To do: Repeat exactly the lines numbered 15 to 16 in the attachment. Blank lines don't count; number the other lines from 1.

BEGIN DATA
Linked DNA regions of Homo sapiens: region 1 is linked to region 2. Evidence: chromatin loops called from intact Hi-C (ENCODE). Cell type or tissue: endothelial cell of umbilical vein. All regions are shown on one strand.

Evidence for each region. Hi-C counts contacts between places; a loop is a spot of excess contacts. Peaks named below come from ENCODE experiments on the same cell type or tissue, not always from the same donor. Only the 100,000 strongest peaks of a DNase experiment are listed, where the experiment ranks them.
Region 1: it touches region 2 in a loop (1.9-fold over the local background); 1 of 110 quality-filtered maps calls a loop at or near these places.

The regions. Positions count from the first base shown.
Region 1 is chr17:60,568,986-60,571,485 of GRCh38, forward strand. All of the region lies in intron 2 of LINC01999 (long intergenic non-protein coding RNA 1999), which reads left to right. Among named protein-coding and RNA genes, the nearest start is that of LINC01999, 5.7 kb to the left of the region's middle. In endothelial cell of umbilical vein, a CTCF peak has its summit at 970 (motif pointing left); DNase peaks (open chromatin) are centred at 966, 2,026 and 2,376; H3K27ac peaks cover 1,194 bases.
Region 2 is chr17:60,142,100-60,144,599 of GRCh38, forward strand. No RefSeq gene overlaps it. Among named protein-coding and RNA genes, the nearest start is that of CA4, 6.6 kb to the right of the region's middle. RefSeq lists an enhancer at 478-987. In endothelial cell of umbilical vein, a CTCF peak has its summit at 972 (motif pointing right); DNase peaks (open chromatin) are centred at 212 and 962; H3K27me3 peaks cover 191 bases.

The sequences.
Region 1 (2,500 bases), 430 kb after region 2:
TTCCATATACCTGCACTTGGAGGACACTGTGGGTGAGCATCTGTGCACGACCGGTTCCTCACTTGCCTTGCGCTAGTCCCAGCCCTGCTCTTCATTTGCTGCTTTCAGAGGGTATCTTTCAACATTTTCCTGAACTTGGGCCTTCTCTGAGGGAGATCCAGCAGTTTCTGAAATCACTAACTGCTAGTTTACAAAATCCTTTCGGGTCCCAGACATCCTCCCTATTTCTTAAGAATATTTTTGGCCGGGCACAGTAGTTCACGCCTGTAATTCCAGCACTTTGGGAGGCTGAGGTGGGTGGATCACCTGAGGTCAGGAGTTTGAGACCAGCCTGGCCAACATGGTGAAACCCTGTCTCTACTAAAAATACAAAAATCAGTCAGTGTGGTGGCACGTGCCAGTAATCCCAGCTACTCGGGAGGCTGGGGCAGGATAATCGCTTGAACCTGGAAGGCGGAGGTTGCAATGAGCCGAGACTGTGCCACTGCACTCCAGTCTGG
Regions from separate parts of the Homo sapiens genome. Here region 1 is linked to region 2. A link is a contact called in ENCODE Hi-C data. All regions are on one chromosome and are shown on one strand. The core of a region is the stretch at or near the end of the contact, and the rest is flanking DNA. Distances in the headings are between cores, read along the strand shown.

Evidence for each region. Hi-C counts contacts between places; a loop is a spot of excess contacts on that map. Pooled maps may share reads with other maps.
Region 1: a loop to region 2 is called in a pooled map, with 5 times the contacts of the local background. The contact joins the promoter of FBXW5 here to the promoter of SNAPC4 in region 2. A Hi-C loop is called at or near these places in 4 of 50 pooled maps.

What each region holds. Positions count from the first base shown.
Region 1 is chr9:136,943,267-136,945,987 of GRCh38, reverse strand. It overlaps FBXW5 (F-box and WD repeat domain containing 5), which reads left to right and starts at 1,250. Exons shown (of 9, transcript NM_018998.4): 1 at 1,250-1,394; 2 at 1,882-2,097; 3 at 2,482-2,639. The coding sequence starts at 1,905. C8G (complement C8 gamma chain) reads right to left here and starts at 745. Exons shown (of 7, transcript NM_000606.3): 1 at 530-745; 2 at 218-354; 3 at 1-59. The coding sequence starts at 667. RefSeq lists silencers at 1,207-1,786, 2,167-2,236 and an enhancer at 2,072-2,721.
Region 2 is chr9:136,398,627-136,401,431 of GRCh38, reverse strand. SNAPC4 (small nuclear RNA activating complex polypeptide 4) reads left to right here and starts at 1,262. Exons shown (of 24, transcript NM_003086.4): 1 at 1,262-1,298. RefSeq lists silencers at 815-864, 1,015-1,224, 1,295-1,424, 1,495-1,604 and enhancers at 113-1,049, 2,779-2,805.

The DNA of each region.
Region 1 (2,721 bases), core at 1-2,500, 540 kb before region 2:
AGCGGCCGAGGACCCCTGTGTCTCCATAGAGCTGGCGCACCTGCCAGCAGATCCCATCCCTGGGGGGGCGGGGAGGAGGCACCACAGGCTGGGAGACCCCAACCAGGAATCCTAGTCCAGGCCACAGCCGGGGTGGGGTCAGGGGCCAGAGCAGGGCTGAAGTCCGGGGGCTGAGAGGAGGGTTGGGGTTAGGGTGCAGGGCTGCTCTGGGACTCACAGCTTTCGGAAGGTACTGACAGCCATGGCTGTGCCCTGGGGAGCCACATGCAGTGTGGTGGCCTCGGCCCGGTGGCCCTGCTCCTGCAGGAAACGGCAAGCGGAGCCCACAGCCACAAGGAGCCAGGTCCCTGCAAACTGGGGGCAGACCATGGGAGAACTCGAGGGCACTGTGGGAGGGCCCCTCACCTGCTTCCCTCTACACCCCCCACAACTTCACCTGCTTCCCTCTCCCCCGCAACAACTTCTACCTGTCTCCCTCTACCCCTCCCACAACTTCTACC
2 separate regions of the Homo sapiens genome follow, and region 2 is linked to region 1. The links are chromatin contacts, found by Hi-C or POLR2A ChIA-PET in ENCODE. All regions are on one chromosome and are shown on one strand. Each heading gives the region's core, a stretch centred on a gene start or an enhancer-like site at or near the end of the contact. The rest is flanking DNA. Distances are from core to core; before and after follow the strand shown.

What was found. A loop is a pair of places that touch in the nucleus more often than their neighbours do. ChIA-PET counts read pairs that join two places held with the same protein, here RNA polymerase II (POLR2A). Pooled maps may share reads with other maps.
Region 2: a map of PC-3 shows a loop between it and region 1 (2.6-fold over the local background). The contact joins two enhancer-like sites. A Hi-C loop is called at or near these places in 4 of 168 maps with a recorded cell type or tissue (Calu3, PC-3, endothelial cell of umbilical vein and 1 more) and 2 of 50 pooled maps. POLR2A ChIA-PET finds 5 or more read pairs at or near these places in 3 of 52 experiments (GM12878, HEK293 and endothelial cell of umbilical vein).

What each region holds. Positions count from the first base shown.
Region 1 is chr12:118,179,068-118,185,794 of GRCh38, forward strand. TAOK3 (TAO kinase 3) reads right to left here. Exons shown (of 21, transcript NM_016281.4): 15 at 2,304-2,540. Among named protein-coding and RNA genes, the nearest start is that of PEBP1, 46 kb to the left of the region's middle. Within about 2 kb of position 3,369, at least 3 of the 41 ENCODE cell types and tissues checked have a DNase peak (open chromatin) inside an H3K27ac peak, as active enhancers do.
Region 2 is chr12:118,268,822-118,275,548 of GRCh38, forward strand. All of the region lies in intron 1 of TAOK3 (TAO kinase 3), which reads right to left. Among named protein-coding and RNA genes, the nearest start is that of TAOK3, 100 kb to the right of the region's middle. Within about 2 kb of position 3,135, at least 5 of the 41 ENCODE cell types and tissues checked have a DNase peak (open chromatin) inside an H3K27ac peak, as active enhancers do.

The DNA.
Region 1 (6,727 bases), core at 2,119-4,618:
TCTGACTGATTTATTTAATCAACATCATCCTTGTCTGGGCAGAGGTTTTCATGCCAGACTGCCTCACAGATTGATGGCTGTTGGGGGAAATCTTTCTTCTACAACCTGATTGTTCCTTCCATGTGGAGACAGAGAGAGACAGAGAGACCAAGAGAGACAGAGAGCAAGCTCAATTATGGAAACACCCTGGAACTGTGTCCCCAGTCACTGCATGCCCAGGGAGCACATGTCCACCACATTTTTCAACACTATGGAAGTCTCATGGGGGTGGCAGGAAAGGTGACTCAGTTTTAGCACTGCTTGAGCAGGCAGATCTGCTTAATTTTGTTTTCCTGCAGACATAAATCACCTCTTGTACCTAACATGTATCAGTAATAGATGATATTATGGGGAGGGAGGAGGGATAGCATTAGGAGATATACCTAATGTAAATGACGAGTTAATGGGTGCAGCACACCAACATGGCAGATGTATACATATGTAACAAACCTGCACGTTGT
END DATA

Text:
Region 2 is chr9:136,398,627-136,401,431 of GRCh38, reverse strand. SNAPC4 (small nuclear RNA activating complex polypeptide 4) reads left to right here and starts at 1,262. Exons shown (of 24, transcript NM_003086.4): 1 at 1,262-1,298. RefSeq lists silencers at 815-864, 1,015-1,224, 1,295-1,424, 1,495-1,604 and enhancers at 113-1,049, 2,779-2,805.

The DNA of each region.